May 5, 2005

The Secret Life of Bees by Sue Monk Kidd

kidd_sue_monk.jpg


The Secret Life of Bees

An interview with Sue Monk Kidd was taken from bookbrowse.com
© BookBrowse LLC 1997-2005


The novel is set in South Carolina in 1964. Did you experience the South in the 1960s?

In 1964 I was an adolescent growing up in a tiny town tucked in the pinelands and red fields of South Georgia, a place my family has lived for at least two hundred years, residing on the same plot of land my great-great-grandparents settled. The South I knew in the early sixties was a world of paradoxes. There was segregation and the worst injustices, and at the same time I was surrounded by an endearing, Mayberryesque life. I could wander into the drugstore and charge a cherry Coca-Cola to my father, or into the Empire Mercantile and charge a pair of cheerleader socks to my mother, and before I got home my mother would know what size Coke I'd drunk and what color socks I'd bought. It was an idyllic, cloistered, small-town world of church socials, high school football games, and private "manners lessons" at my grandmother's. Yet despite the African-American women who prominently populated the world of my childhood, there were enormous racial divides. I vividly remember the summer of 1964 with its voter registration drives, boiling racial tensions, and the erupting awareness of the cruelty of racism. I was never the same after that summer. I was left littered with memories I could not digest. I think I knew even back then that one day I would have to find a kind of redemption for them through writing. When I began writing The Secret Life of Bees, I set it during the summer of 1964 against a civil rights backdrop. It would have been impossible for me to do otherwise.

What parts of The Secret Life of Bees were drawn from your own life experience?

Once, after I gave a reading of the scene where T. Ray makes Lily kneel on grits, someone in the audience asked if my father had ever made me kneel on grits. She couldn't imagine, she said, anyone making that up! I explained that not only had I never knelt on grits, or even heard of kneeling on grits before it popped into my head while writing the novel, but that T. Ray is the exact opposite of my father. I conjured most of the novel straight out of my imagination, inventing from scratch, yet bits and pieces of my life inevitably found their way into the story. Like charm school. Lily wanted to go, believing it was her ticket to popularity. As an adolescent, I went to charm school, where I learned to pour tea and relate to boys, which, as I recall, meant giving them the pickle jar to unscrew, whether it was too hard for me or not. And there is the fact that Lily and I both wanted to be writers, rolled our hair on grape juice cans, refused to eat grits, and created model fallout shelters for our seventh-grade science projects. We also both had nannies, but otherwise Lily and I are more different than alike.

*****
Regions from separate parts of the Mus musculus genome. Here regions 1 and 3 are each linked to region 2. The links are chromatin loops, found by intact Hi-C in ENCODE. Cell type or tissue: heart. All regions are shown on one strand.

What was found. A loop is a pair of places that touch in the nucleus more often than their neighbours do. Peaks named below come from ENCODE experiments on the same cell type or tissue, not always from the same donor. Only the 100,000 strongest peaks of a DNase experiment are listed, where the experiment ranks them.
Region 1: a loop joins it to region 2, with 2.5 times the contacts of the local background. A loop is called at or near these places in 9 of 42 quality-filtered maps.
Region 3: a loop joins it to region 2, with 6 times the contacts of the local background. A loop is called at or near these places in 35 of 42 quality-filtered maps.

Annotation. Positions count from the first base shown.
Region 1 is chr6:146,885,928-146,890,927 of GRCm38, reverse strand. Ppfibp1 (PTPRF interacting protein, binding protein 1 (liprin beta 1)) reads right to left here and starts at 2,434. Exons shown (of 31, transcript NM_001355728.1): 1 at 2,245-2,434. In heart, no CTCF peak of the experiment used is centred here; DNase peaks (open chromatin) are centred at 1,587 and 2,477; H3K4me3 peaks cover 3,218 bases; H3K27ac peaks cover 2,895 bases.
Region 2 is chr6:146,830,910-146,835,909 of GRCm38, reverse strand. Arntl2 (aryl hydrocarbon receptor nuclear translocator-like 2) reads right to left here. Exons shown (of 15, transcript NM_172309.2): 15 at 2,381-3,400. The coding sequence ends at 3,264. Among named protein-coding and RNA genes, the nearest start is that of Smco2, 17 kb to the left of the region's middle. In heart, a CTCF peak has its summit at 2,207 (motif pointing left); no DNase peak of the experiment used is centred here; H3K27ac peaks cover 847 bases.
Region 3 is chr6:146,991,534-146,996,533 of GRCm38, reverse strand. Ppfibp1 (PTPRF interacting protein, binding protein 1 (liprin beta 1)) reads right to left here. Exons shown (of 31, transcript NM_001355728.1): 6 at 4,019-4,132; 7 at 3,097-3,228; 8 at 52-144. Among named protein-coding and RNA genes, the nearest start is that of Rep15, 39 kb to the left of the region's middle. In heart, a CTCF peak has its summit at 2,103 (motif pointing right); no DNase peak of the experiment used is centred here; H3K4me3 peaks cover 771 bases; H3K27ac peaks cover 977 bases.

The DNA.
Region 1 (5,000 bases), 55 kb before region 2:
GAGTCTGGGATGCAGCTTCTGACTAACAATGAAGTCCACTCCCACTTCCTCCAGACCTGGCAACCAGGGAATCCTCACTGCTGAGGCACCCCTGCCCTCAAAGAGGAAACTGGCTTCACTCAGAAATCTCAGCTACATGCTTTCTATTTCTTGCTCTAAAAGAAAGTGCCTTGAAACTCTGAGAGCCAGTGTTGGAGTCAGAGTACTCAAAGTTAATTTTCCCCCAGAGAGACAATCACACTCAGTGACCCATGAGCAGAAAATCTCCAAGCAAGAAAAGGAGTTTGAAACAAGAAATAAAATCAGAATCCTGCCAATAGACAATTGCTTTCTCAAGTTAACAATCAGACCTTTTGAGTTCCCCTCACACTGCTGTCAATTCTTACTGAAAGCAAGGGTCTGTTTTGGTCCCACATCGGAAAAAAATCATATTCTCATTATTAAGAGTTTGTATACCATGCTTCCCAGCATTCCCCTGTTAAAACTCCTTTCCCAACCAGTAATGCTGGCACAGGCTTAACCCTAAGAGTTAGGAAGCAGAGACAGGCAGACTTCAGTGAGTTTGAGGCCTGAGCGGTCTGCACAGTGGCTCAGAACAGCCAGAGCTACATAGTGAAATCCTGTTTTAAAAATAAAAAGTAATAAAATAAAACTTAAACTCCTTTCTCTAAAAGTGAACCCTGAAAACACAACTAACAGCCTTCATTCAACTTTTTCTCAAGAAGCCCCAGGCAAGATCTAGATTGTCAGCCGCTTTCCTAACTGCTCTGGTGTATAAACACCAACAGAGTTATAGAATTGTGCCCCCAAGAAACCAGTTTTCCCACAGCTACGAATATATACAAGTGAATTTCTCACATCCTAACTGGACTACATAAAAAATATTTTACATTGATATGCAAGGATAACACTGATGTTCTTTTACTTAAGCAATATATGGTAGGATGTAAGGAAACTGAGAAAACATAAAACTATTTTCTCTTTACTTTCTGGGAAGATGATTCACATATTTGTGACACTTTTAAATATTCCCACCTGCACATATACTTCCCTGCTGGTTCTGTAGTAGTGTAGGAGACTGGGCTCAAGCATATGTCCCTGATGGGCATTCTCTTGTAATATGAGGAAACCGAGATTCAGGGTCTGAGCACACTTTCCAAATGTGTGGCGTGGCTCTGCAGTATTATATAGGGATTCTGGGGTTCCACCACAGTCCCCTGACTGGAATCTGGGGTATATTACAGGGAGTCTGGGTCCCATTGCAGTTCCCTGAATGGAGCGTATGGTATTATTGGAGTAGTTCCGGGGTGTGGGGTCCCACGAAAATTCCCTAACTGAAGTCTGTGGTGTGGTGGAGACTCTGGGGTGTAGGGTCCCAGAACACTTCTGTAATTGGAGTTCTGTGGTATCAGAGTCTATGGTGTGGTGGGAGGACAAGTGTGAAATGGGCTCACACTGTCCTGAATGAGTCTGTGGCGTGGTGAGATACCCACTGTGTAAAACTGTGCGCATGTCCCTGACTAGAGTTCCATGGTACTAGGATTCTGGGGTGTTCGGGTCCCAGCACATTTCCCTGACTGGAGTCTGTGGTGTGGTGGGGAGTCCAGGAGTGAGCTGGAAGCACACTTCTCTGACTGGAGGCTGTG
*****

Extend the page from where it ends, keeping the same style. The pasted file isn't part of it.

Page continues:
My favorite piece of personal history that turned up in the novel is the honeybees that lived in a wall of our house when I was growing up. We lived in a big country house in Georgia, where bees lived for many years inside the wall of a guest bedroom, squeezing through the cracks to fly about the house. I remember my mother cleaning up puddles of honey that seeped out, and the unearthly sound of bee hum vibrating through the house. The whole idea for the novel began one evening when my husband reminded me that the first time he'd visited my home to meet my parents, he'd awakened in amazement to find bees flying about the room. After he told that story, I began to imagine a girl lying in bed while bees poured through cracks in her bedroom walls and flew around the room.

I couldn't get the image out of my head. I began asking myself: Who is this girl? What is the desire of her heart? That anonymous girl became Lily Melissa Owens, lying there, yearning for her mother.

Are any of the characters modeled on people you know?